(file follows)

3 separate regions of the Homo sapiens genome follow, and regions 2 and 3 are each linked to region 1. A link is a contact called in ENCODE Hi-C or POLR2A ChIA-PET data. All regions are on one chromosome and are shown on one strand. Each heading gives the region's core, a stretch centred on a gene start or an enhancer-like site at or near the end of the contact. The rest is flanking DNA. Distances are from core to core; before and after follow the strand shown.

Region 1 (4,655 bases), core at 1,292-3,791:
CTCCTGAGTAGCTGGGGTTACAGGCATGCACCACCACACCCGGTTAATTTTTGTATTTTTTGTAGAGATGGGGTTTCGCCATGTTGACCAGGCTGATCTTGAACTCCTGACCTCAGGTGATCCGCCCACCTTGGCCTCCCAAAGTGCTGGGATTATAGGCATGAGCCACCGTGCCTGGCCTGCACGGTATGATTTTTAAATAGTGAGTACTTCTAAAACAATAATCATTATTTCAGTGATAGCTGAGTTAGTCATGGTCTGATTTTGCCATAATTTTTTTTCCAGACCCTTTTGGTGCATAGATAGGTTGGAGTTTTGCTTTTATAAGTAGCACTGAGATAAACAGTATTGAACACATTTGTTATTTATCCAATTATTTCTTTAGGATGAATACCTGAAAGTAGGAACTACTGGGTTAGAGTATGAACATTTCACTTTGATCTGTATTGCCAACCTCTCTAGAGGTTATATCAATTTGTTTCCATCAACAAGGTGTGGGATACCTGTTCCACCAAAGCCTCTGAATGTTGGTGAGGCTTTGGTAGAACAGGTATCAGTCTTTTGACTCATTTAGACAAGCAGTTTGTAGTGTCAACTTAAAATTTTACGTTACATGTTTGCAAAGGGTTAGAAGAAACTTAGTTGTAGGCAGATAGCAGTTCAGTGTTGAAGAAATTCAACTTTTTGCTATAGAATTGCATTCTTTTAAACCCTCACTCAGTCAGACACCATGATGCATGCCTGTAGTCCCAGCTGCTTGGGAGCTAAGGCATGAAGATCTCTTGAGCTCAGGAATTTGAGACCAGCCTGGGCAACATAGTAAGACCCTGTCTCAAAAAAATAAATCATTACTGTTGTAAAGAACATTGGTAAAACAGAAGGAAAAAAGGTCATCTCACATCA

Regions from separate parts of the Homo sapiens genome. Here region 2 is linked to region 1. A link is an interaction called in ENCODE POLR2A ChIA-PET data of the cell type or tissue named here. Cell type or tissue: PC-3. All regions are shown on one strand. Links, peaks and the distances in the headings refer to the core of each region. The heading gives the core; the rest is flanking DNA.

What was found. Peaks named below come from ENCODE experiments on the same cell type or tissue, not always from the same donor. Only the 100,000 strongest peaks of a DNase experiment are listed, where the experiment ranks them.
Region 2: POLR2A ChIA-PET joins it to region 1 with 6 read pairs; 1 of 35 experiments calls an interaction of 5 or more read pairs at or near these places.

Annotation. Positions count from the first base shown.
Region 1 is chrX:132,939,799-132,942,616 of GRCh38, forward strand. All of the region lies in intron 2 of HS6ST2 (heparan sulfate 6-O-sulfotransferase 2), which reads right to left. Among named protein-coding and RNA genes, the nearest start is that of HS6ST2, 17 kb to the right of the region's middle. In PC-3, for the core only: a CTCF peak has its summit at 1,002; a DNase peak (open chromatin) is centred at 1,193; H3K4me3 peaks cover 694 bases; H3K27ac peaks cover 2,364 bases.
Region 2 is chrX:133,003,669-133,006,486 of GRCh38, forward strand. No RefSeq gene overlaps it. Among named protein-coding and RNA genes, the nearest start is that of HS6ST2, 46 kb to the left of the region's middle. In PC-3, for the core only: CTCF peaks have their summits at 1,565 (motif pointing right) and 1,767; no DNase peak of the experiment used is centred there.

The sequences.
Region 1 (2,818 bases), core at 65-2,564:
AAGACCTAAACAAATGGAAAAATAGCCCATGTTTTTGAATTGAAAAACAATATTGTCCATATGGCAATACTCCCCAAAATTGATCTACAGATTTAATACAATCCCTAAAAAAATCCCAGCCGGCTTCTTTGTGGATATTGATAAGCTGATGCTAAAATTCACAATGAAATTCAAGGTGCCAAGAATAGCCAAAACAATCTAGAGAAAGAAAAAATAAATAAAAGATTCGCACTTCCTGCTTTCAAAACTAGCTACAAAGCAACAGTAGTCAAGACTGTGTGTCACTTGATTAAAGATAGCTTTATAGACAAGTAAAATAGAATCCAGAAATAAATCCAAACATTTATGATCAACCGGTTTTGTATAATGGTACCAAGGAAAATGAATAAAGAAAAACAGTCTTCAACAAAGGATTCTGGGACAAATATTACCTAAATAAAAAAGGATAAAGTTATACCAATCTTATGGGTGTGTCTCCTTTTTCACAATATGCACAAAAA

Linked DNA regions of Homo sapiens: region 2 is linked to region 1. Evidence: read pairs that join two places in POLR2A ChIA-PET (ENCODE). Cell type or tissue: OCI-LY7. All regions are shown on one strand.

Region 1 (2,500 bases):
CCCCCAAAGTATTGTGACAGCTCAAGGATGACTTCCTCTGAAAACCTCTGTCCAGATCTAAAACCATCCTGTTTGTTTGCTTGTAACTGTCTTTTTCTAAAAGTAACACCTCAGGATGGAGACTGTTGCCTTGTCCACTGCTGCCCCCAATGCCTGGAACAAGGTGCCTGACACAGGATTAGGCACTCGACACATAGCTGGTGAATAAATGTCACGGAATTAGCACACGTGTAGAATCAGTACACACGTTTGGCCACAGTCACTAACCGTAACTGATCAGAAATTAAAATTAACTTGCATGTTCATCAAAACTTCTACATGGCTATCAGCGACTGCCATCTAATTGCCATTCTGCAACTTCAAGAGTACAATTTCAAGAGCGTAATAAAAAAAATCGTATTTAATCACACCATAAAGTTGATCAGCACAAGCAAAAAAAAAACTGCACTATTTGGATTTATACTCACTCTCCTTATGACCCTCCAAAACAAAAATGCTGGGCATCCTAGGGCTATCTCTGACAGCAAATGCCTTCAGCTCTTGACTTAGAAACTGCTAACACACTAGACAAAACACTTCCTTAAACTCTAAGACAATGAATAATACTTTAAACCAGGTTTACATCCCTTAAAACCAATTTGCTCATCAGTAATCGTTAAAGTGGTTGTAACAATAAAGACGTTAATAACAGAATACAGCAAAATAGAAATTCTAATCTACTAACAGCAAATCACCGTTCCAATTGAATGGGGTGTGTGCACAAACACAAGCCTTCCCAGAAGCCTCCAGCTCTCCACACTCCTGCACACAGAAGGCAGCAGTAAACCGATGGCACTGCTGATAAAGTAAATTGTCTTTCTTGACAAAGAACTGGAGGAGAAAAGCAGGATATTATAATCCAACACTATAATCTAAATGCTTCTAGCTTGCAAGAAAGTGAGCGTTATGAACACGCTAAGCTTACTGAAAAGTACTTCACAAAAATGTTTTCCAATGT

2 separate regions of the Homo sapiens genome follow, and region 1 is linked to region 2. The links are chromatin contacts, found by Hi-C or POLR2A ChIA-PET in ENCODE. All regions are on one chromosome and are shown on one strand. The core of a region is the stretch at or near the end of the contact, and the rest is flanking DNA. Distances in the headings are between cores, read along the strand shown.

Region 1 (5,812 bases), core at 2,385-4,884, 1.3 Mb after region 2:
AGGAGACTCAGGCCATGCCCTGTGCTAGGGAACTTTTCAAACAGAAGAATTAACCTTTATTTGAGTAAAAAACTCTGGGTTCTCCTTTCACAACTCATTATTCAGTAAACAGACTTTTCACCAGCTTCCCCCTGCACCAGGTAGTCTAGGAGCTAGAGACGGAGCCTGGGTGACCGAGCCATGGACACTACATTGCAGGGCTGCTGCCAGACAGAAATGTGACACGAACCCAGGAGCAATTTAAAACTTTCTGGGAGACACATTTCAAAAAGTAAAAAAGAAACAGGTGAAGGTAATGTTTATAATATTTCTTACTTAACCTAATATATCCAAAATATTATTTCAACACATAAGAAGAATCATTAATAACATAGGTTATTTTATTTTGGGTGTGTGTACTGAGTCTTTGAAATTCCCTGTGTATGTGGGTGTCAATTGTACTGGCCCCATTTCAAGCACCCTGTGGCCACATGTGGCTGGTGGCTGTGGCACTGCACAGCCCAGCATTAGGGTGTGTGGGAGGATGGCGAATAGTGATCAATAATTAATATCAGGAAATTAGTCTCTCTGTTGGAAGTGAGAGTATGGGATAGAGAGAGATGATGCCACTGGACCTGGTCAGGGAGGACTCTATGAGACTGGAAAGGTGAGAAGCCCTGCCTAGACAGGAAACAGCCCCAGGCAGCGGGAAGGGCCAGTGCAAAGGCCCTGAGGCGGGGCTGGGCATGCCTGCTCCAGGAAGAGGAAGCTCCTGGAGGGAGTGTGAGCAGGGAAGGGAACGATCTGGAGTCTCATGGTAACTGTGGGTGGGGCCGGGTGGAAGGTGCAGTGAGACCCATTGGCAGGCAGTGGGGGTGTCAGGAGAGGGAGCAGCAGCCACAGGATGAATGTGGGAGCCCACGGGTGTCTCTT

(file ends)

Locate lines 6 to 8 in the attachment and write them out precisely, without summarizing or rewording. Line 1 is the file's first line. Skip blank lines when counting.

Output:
Region 2: POLR2A ChIA-PET joins it to region 1 with 6 read pairs; 1 of 35 experiments calls an interaction of 5 or more read pairs at or near these places.

Annotation. Positions count from the first base shown.
Region 1 is chrX:132,939,799-132,942,616 of GRCh38, forward strand. All of the region lies in intron 2 of HS6ST2 (heparan sulfate 6-O-sulfotransferase 2), which reads right to left. Among named protein-coding and RNA genes, the nearest start is that of HS6ST2, 17 kb to the right of the region's middle. In PC-3, for the core only: a CTCF peak has its summit at 1,002; a DNase peak (open chromatin) is centred at 1,193; H3K4me3 peaks cover 694 bases; H3K27ac peaks cover 2,364 bases.